House Lawmakers Seek Info on IRS Computer Vulnerabilities

29 May 2015 | Author: | No comments yet »

House Lawmakers Seek Info on IRS Computer Vulnerabilities.

In a letter to the IRS on Friday, Reps. (R., Wis.) and Peter Roskam (R., Ill.) asked the agency to describe what system vulnerabilities might have helped facilitate the attack in which cyber thieves gained access to prior-year IRS return data for about 104,000 households.The 104,000 people who had their most sensitive tax information stolen by hackers as part of the latest attack on the Internal Revenue Service are getting free credit monitoring services, courtesy of the agency.The data breach at the IRS that left the personal information of 104,000 taxpayers in the hands of thieves is the latest wrinkle in a mammoth problem faced by tax authorities: Identity theft and its crippling consequences.

“We identified 787,343 Tax Year 2012 undetected potentially fraudulent tax returns with tax refunds totaling more than $2.1 billion,” the Treasury Inspector General for Tax Administration said in a report. The lawmakers noted that both the IRS inspector general and the Government Accountability Office have issued reports in recent months highlighting significant weaknesses in the agency’s computer systems. However, there’s one major way that the protection might fall short: Much of the identity theft these consumers are vulnerable to now will not show up anywhere on their credit reports. An unprecedented surge in online tax scams by increasingly sophisticated criminals has challenged the IRS to respond quickly to get ahead of the fraudsters, especially during this year’s tax season after hackers targeted TurboTax, the country’s largest online filing service. The IRS’ $2.2 million contract with big-money firm Quinn Emanuel has sparked a Senate Finance Committee investigation, with the committee’s chairman saying that the IRS “appears to violate federal law.” Senate Finance Committee chairman Sen.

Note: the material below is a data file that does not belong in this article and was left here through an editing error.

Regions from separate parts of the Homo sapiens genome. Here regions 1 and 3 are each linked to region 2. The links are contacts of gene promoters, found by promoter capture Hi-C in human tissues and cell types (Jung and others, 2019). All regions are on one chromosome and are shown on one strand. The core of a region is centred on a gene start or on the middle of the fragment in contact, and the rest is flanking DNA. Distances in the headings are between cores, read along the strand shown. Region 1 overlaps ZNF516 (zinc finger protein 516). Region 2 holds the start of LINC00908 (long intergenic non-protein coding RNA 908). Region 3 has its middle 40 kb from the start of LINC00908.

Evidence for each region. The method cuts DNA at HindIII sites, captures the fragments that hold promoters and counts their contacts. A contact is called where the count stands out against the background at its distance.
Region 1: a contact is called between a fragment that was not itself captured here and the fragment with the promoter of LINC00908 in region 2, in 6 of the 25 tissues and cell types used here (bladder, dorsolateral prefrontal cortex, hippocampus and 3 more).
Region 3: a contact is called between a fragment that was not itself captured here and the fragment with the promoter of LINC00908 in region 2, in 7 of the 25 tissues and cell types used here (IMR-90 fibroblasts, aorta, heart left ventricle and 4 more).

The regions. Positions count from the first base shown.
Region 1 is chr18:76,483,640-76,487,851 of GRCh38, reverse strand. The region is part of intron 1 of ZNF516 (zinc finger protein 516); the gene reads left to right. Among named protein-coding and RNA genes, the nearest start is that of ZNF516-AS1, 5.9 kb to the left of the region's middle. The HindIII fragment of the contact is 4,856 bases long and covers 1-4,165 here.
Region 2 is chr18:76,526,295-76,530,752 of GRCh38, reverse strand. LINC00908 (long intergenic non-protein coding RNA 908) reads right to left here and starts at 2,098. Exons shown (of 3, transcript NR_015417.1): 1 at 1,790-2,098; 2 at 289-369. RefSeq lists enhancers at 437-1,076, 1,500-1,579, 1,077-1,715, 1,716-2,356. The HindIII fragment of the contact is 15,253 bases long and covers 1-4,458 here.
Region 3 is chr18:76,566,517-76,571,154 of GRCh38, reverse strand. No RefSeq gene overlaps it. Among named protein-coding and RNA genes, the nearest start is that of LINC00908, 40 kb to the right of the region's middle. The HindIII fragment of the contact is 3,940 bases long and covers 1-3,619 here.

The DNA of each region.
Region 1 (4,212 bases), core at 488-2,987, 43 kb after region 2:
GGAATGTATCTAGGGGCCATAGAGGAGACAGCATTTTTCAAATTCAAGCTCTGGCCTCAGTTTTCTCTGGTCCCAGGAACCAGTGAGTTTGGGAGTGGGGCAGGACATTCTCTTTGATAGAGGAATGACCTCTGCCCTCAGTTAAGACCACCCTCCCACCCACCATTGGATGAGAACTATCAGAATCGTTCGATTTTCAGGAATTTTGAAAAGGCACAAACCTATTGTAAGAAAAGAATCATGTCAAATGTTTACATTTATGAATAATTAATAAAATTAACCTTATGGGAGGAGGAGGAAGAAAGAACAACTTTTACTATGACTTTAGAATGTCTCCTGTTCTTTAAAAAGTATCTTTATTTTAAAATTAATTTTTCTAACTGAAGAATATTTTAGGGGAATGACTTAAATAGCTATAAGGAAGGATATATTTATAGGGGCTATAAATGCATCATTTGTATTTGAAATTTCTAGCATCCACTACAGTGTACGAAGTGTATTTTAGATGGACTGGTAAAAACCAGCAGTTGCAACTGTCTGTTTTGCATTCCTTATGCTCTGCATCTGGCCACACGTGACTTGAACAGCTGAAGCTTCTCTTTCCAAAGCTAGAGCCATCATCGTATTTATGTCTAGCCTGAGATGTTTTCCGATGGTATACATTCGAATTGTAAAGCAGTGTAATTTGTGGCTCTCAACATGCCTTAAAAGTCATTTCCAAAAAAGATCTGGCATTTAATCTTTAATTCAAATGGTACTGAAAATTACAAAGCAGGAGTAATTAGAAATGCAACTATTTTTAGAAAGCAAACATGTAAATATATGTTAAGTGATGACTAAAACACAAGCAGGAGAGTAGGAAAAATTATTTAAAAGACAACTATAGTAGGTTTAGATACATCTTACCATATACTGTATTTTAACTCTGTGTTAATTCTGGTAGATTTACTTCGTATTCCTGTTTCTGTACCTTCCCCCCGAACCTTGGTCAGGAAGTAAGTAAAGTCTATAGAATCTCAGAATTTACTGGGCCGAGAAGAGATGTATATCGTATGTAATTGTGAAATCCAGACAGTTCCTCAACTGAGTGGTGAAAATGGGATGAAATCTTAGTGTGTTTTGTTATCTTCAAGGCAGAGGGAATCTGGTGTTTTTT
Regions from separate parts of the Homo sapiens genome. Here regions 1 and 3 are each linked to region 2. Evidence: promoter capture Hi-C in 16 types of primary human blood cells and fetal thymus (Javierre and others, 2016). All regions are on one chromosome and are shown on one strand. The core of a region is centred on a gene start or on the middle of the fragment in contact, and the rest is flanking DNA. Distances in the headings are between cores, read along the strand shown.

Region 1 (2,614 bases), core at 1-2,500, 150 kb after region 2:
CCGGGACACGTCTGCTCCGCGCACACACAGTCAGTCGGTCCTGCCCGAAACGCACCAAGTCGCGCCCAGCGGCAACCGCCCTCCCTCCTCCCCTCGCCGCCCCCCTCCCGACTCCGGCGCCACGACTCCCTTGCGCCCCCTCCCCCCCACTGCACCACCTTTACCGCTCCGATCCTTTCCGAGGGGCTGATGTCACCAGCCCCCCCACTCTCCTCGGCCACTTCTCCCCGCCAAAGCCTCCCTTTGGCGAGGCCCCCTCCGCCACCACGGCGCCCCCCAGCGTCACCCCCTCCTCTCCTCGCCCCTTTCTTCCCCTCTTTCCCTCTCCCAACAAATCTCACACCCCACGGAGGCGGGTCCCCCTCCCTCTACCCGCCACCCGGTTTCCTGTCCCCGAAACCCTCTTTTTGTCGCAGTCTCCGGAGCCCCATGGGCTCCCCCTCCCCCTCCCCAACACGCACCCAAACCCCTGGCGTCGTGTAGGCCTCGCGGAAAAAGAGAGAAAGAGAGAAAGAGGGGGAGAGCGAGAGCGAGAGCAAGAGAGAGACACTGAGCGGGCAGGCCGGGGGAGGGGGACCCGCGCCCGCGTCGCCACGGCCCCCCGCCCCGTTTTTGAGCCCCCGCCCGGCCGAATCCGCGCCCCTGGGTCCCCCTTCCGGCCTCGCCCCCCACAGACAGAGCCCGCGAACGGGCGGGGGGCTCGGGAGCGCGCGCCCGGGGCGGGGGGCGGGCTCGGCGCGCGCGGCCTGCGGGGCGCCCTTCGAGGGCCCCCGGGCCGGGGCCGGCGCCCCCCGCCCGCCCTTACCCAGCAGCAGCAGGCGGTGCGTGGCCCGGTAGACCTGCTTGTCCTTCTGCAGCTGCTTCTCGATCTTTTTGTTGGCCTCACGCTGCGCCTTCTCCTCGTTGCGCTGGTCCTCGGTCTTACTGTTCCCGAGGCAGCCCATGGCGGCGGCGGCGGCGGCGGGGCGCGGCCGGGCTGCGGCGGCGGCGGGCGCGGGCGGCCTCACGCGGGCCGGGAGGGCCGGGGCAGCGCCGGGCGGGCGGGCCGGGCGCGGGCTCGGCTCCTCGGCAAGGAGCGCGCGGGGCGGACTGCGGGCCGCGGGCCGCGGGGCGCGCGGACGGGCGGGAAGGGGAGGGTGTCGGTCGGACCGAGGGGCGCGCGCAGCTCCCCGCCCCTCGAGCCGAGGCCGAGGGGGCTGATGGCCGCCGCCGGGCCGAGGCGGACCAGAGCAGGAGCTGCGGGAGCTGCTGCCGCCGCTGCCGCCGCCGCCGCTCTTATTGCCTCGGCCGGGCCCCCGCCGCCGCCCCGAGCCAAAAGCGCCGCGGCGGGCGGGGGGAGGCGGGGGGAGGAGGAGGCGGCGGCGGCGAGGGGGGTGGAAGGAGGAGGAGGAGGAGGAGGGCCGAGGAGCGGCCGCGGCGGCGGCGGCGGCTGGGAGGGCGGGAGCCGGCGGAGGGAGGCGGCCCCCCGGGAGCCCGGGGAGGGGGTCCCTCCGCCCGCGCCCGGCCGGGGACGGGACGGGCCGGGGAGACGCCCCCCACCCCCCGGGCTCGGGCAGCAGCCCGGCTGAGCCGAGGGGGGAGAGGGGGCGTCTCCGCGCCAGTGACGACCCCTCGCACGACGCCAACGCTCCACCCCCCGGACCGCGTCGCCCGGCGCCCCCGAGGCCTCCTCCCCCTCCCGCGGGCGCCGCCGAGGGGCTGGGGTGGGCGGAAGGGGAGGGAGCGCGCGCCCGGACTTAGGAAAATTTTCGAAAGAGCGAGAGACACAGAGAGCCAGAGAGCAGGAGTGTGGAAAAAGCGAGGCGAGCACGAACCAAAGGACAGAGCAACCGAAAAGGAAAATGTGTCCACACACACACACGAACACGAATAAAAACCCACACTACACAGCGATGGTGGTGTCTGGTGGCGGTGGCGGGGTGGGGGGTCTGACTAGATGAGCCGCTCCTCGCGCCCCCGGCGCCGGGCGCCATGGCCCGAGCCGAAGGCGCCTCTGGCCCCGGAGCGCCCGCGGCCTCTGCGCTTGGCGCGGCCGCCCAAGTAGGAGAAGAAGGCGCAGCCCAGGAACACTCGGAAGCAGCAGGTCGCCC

Armed with more sensitive information from the tax records, criminals can now attempt to fraudulently claim government benefits such as unemployment insurance, Medicare and food stamps, none of which are tracked in people’s credit histories, security experts say. “The big money to be made with that information is not in getting credit in your name or a car loan in your name,” says Frank Abagnale, who was convicted of fraud-related crimes when he was younger and now works as a security consultant. “The criminals have started to realize that where the big money is is the government — federal, county and state.” The criminals who stole old tax refunds through the “Get Transcript” tool on the IRS Web site already had personal information such as names, Social Security numbers, home addresses and birthdays. If you’re getting déjà vu, that’s because this marks the third time in very recent history that US government websites have been preyed upon for their shitty security by “Russian hackers.” Russian hackers were able to read President Obama’s emails due to a White House computer system breach, and in a separate embarrassment, Russian hackers accessed an unclassified Pentagon network. Orrin Hatch wrote a letter this month to IRS commissioner John Koskinen stating his concerns relating to the contact, which pays Quinn Emanuel $1,000 an hour to perform an audit of Microsoft. The $2.1 billion lost to fake returns was something of an improvement, having decreased by about $3.1 billion since 2010, with an estimated 700,000 fewer phony tax returns. Tax officials estimate that the government has lost billions of dollars in recent years to fraudulent refunds filed by hackers who steal personal information on tax returns, then use it to claim a refund in a taxpayer’s name before he or she files.